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Our research

Violence against women and children affects everybody. It impacts on the health, wellbeing and safety of a significant proportion of Australians throughout all states and territories and places an enormous burden on the nation’s economy across family and community services, health and hospitals, income-support and criminal justice systems.


News and events

ANROWS hosts events as part of its knowledge transfer and exchange work, including public lectures, workshops and research launches. Details of upcoming ANROWS activities and news are available from the list on the right.



ANROWS was established by the Commonwealth and all state and territory governments of Australia to produce, disseminate and assist in applying evidence for policy and practice addressing violence against women and their children.



To support the take-up of evidence, ANROWS offers a range of resources developed from research to support practitioners and policy-makers in delivering evidence-based interventions.


Evaluation of innovative models of interagency partnerships, collaboration, coordination and/or integrated responses to family and/or sexual violence against women in Australian Indigenous communities

January 2018

This project provides evidence about how services can work better together to respond to domestic and family violence in Australian Indigenous communities.

The high prevalence and incidence of violence against Aboriginal and Torres Strait Islander women is well-documented.

Over the past decade, there have been an increasing number of Indigenous-specific responses to violence against women, including interagency collaborations, integrated responses and a range of innovative, holistic, and community driven (grass roots) responses. Robust, formal evaluations of such programs are needed and evaluations need to be at various intervals in the lifespan of a program and across a spectrum of different types of approaches designed to reduce the incidence of family violence.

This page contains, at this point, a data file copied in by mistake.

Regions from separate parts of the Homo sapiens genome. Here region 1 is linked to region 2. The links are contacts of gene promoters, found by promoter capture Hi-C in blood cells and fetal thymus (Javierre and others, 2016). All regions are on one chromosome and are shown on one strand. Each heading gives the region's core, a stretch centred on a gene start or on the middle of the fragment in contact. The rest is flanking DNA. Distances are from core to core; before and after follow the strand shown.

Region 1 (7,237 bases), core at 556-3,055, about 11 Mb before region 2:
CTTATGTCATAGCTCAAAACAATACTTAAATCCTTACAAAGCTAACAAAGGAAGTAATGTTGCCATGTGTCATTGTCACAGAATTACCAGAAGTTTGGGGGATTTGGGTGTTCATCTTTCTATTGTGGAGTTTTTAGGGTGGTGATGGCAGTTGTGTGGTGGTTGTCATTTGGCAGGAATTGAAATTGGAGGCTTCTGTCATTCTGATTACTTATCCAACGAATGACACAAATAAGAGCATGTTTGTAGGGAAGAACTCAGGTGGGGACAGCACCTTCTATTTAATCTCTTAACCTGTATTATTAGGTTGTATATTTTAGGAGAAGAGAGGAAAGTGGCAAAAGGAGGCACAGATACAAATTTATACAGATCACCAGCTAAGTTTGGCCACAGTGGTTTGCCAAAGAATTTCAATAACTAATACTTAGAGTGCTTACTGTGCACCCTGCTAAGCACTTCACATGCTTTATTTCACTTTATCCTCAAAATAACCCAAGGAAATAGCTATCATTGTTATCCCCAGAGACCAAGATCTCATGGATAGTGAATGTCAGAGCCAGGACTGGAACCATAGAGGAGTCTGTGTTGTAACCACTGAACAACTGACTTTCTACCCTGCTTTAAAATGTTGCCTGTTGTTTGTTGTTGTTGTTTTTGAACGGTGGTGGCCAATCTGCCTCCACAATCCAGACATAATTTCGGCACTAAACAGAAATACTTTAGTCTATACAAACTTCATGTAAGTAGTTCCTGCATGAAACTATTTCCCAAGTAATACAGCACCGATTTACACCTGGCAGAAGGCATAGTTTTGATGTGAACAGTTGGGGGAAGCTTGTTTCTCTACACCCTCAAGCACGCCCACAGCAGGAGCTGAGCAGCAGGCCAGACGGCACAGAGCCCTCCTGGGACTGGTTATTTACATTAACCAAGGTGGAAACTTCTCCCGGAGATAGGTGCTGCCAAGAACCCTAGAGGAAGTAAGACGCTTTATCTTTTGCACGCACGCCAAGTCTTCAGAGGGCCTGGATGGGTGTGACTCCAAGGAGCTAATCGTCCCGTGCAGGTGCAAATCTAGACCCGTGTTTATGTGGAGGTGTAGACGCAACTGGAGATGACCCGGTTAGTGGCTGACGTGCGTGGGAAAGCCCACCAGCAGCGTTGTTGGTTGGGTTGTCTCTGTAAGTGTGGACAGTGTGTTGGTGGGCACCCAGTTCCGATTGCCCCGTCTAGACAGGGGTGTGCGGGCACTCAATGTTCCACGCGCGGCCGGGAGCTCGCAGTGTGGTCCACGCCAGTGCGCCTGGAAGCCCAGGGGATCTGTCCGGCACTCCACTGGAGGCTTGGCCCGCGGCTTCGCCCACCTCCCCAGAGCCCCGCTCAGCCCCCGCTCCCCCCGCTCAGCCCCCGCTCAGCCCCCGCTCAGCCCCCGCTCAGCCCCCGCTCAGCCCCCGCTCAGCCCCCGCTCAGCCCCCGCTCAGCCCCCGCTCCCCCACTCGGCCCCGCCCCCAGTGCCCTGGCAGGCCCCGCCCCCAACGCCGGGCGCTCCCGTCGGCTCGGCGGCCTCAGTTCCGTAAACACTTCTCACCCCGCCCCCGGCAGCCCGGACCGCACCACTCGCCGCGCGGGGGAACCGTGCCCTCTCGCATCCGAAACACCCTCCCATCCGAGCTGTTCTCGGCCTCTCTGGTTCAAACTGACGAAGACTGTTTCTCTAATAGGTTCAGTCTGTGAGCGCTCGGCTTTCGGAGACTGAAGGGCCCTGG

This project was based on an analysis of whole-of-family and whole-of-community approaches within some Indigenous communities that address the needs of women, children, men and extended family members as a family unit.

It analysed how government interagency processes can engage with, and include, Aboriginal and Torres Strait Islander people in partnerships to resolve domestic and family violence and sexual assault including through community-led committees.

The project includes comparative evaluations of approaches in different Indigenous Australian communities that can identify key elements of successful approaches that may apply in more than one context (i.e. in a different Indigenous community to those included in the study). It was conducted in collaboration with one or more Indigenous communities and/or Indigenous organisations.



Principal chief investigator:

Professor Harry Blagg, Winthrop Professor of Criminology, Associate Dean (Research) Law Faculty, University of Western Australia.

Chief investigator:

Associate Professor Emma Williams, The Northern Institute, Charles Darwin University.

Research partners / team members:

Ms June Oscar, CEO, Marninwarntikura Women's Resource Centre, Karen Nangala Woodley, Victoria Hovane, Tjallara Consulting Pty Ltd, and Eileen Cummings, Charles Darwin University.


State of knowledge

Innovative models in addressing violence against Indigenous women: State of knowledge paper


Research summary

Innovative models in addressing violence against Indigenous women: Key findings and future directions


Research report

Innovative models in addressing violence against Indigenous women: Final report



ANROWS Inaugural National Research Conference 2016


Innovative models in addressing violence against Indigenous women




Funded by Australian Commonwealth, state and territory governments under ANROWS’s 2014 core grant round.

find out more

Contact ANROWS

PO Box Q389, Queen Victoria Building NSW 1230
Email: enquiries@anrows.org.au      

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